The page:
Friday, April 1, 2016

Jungle links

So where did I go this year instead of the Queens World Film Festival? Well, my pals Bibi and Eric invited me to someplace I had never been to before: a science fiction convention. Although I have a vague memory of having been to one as a kid, I'm not very certain about this memory; it could've very easily been a comic convention that my mind turned into a sci-fi con over time. The point is, it's a very suspect memory, which is why I'm saying last month was the first time I've been to one.

The show was called LunaCon, one of, if not the oldest, sci-fi cons in America, held in Westchester County. For someone like me, used to comic cons, this was kinda different. There were only three major guests (plus a musical guest - more on that in a second); two sci-fi writers and a genre artist, and it was much smaller than most comic cons these days (though I can remember when comic cons were small indeed). There were a ton of panel discussions on topics that ranged far beyond typical genre topics, such as "Currency of the Future," "The Future of Warfare" and "When Will Our Consciousness Grow?" And that was just from Saturday.

There were also gatherings devoted to "filk" singers. My understanding of filk is that it's a kind of music rooted in genre fandom and born of folk music (somebody misspelled "folk" with an "i" one day and the typo stuck). I thought it was sci-fi and science-themed parodies, but the songs I heard encompassed more than that. The musical guests, a filk duo called Murder Ballads, performed Saturday night during the costume contest. If I had to describe them, they struck me as a cross between The Swell Season and They Might Be Giants. Also, they were relatively young (around my age, perhaps) compared to the other filk singers I heard, who were all old-timers. I found the whole thing amusing but very, very odd.

The show on the whole, though, wasn't bad. Bibi and Eric had been coming to LunaCon for years, though this was their first time back in awhile. The admission was steep - fifty bucks! - but I like to think I got my money's worth. I went to two Star Trek panels and a writing panel; I bought a book from the dealer's room (John Scalzi's Redshirts); there was an art room with a bunch of genre-related art; and there was the aforementioned costume contest, which was good, but maybe a notch below what you'd see at the New York or San Diego Comic-Cons.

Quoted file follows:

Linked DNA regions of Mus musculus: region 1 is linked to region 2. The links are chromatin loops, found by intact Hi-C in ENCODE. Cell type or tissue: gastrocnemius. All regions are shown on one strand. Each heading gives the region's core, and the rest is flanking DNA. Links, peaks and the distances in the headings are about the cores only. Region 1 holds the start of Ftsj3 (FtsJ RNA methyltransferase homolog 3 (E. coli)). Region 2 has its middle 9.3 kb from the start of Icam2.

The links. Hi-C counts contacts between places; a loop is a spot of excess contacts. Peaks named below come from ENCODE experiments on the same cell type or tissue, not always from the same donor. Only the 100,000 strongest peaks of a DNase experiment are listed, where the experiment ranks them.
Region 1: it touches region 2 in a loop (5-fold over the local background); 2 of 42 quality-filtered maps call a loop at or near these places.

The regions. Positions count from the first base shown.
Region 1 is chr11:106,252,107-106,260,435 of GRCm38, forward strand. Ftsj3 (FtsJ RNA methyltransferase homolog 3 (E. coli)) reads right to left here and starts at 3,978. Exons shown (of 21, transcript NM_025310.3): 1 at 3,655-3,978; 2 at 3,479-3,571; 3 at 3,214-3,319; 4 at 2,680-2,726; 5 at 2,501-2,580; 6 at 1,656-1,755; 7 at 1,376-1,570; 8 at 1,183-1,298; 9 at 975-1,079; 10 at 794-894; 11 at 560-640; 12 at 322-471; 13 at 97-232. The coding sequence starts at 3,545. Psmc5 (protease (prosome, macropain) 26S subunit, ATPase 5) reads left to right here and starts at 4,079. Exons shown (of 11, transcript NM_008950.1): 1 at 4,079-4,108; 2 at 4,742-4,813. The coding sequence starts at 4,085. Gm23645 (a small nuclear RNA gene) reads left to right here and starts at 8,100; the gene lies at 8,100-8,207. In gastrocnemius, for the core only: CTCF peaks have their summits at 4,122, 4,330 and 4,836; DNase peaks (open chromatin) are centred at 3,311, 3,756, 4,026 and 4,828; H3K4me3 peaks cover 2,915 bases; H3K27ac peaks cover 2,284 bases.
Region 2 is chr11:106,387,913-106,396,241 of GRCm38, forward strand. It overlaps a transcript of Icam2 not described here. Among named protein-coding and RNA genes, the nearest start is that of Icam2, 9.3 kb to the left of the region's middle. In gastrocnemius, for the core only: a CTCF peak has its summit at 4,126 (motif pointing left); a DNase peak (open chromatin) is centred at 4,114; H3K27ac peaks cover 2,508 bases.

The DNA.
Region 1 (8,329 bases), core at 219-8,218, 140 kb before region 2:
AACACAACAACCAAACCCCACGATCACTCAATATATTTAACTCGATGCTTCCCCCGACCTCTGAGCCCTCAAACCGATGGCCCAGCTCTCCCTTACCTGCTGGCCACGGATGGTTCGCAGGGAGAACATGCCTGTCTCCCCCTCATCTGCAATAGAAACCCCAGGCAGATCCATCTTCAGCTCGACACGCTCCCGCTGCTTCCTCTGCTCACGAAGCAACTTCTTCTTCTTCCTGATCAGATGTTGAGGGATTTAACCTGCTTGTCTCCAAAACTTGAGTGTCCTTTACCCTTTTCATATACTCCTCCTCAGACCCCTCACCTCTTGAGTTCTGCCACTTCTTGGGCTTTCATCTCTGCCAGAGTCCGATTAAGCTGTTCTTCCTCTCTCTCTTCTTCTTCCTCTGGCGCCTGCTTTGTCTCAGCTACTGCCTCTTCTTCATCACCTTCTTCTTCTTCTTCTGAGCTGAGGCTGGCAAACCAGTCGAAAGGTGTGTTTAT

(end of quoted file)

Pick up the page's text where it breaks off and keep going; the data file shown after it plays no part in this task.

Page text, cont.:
LunaCon was an interesting look at a segment of Fandom Assembled I don't normally see in this light. I never got that deep into prose SF as a youth; I read SF novels from time to time (not counting Trek novels) but they never got a hold on me like comics did. Traditional SF fandom - the kind born of pulp magazines and novelists like Heinlein, Asimov and Clarke - has an identity similar to modern, mainstream fandom - the kind associated with genre movies and TV shows and comics - but slightly different, and it was worth the high door price to take a glimpse at it, especially with a pair of close friends. Not sure if I'd do it again, though.

Thanks for the turnout for the Athletes in Film Blogathon. I knew I wasn't gonna get a list of contributors as big as last year, but that's okay. I'm grateful for what we got. Aurora and I have had to compete for attention with an unusually high number of blogathons this year, and there was a little concern as to how much we'd stick out, but it didn't appear to be a concern at all. Still plenty of time if you wanna join; it's not until June.

Just a few links this month:

Did you know my blogathon partner Aurora is co-hosting a web TV show about classic movies?

Kristina has zombie movies on the brain.

Jennifer talks about Southern accents in the movies.

This is really cool: an old folks' home for retired movie industry professionals. (Hat tip to Paddy; I got this from her Facebook page)

In appreciation of the TCM Classic Film Festival. (Also stolen from Paddy's FB page)


  1. It's good to get out and see another side of things once in a while. It is like you are a visitor from another planet checking out the strange beings. Like when hubby and I were first dating and he'd take me to a hockey game. I'd pretend I was an anthropologist studying Canadians. (That's not weird, is it?)

  2. LunaCon definitely had a bit of an otherworldly feel to it. Probably by design.

  3. Thanks for the link! That was interesting about the LunaCon, I've never been to any of those cons and the atmosphere and activities totally fascinate me. So does that piece about the tcm fest, thrilled to be going again this year!

  4. LunaCon was much smaller than the San Diego or New York Comic-Cons, so it may not have felt as festive, but there was a sense of togetherness, bordering on familiarity, that felt different from those cons, which are both so huge and unwieldy. I imagine it probably felt closer to the TCM Fest, not that I would know (yet).


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